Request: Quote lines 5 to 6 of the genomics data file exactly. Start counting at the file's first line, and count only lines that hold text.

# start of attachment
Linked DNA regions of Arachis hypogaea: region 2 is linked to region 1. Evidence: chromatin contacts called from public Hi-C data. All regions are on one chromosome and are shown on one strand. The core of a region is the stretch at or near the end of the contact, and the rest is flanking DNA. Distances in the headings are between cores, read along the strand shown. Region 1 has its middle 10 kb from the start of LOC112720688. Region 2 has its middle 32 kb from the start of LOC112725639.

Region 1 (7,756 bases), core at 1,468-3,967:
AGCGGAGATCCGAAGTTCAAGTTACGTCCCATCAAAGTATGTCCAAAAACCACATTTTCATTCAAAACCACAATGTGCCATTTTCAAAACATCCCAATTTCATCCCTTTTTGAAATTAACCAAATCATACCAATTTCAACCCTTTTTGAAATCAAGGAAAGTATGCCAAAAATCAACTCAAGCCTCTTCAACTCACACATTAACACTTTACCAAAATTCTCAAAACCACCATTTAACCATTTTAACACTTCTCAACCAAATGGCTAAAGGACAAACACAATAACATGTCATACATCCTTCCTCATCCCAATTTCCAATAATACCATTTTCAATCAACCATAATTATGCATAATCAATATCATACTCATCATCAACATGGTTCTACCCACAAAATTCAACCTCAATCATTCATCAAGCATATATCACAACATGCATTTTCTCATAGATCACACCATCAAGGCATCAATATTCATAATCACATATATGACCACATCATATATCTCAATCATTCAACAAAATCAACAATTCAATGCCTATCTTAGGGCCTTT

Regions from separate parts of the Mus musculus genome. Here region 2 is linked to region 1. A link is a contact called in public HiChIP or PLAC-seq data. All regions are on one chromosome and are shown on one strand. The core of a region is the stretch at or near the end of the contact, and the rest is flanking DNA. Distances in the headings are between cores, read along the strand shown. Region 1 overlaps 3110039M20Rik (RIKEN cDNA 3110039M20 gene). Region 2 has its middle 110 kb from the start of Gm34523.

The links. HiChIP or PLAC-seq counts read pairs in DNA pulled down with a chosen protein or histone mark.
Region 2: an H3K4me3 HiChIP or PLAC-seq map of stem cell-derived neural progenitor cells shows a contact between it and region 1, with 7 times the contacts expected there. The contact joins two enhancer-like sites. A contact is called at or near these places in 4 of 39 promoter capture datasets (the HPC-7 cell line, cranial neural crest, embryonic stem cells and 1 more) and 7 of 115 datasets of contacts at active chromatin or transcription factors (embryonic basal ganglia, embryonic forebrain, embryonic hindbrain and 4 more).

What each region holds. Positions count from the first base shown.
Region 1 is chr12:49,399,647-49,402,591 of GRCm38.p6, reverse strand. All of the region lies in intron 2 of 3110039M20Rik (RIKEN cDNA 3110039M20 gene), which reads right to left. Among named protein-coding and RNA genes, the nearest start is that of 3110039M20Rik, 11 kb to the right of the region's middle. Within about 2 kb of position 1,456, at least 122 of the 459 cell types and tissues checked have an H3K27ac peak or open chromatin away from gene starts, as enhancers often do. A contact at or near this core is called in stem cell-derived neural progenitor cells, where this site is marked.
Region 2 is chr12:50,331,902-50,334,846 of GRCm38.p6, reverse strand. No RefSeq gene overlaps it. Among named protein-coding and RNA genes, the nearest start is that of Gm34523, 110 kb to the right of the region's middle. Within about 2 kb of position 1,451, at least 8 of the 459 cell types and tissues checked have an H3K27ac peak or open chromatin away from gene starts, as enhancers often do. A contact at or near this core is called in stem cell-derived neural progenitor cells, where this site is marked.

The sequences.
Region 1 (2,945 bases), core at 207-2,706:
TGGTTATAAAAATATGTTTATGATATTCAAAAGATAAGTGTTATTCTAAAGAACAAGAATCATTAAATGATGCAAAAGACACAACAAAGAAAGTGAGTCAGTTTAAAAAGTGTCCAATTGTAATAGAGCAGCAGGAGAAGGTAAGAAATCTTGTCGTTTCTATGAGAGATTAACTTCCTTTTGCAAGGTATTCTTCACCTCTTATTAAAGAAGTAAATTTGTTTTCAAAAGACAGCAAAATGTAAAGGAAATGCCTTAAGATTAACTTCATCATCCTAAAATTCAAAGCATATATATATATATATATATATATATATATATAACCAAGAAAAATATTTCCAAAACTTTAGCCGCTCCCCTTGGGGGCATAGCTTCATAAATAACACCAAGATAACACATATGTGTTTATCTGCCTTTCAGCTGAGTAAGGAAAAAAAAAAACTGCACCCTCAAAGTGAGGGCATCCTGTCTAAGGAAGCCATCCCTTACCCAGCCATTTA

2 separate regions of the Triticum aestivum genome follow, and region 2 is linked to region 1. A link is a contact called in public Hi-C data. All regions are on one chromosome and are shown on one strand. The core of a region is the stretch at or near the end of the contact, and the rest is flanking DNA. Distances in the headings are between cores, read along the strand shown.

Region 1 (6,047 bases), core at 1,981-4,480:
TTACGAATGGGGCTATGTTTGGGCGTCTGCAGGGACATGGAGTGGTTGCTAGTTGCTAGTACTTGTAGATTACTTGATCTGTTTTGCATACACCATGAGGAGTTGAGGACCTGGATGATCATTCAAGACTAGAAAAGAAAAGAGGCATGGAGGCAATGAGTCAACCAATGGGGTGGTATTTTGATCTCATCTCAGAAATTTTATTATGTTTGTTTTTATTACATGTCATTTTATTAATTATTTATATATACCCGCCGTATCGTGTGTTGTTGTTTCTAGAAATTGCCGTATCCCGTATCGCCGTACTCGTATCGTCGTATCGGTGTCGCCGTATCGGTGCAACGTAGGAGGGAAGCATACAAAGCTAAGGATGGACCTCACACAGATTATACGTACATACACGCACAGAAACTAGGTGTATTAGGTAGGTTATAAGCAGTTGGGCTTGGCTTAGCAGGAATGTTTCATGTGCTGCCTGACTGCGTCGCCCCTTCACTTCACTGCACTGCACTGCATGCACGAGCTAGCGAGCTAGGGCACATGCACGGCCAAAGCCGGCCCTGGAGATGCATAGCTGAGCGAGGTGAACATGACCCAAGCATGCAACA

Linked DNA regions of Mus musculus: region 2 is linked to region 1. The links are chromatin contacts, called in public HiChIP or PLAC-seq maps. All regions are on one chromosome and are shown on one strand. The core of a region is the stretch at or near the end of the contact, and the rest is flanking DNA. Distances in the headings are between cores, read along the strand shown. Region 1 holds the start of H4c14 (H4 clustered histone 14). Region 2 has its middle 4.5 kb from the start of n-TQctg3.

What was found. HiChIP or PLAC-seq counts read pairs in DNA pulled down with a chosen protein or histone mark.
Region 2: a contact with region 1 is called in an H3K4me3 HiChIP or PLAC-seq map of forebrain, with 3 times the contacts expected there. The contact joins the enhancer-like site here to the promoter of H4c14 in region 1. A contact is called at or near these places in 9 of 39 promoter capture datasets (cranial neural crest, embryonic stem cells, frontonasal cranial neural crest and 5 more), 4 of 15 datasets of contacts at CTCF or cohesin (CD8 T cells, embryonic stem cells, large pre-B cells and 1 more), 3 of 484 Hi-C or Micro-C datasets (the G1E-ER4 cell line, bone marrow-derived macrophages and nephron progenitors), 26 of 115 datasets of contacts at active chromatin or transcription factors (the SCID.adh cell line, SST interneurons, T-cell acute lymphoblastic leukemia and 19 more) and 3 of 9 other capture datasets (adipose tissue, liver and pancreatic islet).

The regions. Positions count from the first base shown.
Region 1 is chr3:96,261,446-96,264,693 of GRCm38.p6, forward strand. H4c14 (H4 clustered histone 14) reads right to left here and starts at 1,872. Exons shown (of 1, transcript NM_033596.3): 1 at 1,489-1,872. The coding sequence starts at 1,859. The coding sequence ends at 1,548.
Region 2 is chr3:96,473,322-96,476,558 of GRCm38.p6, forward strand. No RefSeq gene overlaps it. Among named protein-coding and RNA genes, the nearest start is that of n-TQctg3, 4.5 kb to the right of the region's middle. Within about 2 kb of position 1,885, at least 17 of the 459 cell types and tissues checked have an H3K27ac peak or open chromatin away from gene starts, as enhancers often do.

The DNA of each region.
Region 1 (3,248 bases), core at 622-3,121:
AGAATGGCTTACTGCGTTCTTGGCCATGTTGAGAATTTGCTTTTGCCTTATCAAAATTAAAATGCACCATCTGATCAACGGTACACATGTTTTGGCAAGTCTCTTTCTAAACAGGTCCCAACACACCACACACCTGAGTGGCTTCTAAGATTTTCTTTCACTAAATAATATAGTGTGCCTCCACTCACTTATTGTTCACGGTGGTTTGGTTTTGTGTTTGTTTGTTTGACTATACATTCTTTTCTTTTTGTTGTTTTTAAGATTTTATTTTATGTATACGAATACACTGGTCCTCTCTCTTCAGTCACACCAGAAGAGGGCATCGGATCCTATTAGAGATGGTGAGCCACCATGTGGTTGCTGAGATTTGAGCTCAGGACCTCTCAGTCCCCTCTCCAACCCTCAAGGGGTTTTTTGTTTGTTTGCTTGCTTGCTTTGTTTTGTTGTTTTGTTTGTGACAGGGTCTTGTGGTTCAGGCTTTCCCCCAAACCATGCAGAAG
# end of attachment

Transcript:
The links. HiChIP or PLAC-seq counts read pairs in DNA pulled down with a chosen protein or histone mark.
Region 2: an H3K4me3 HiChIP or PLAC-seq map of stem cell-derived neural progenitor cells shows a contact between it and region 1, with 7 times the contacts expected there. The contact joins two enhancer-like sites. A contact is called at or near these places in 4 of 39 promoter capture datasets (the HPC-7 cell line, cranial neural crest, embryonic stem cells and 1 more) and 7 of 115 datasets of contacts at active chromatin or transcription factors (embryonic basal ganglia, embryonic forebrain, embryonic hindbrain and 4 more).